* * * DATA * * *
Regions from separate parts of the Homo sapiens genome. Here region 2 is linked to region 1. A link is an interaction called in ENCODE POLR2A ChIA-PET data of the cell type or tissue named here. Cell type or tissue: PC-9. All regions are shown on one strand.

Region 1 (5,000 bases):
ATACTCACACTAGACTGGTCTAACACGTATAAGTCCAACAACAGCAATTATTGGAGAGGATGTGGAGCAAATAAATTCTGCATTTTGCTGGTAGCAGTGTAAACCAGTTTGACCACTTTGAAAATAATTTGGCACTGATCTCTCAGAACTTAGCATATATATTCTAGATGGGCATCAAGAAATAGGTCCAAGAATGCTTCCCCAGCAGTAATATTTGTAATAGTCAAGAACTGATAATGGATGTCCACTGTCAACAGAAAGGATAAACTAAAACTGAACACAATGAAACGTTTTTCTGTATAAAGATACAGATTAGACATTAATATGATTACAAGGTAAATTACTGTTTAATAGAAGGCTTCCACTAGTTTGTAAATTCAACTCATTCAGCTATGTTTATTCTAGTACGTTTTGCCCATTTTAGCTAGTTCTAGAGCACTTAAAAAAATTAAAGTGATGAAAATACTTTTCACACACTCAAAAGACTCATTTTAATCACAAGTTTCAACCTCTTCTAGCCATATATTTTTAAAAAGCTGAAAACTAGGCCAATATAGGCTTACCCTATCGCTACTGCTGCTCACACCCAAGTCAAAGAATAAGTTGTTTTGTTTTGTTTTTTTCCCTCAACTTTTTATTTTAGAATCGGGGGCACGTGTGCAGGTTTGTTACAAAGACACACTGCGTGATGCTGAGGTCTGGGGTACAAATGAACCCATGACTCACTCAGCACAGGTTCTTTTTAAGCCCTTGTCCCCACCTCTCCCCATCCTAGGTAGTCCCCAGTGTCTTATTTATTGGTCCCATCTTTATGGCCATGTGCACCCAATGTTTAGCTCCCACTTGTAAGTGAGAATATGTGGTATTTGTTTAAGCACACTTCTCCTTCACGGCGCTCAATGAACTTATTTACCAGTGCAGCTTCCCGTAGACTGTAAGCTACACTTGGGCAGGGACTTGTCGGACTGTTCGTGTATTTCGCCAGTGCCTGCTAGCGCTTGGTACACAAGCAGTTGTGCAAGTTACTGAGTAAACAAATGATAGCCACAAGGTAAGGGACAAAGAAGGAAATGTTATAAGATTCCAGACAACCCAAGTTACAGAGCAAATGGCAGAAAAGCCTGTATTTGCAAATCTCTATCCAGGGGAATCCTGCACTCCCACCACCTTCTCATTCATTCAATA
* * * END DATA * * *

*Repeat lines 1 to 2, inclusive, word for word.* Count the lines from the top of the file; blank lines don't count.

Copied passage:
Regions from separate parts of the Homo sapiens genome. Here region 2 is linked to region 1. A link is an interaction called in ENCODE POLR2A ChIA-PET data of the cell type or tissue named here. Cell type or tissue: PC-9. All regions are shown on one strand.

Region 1 (5,000 bases):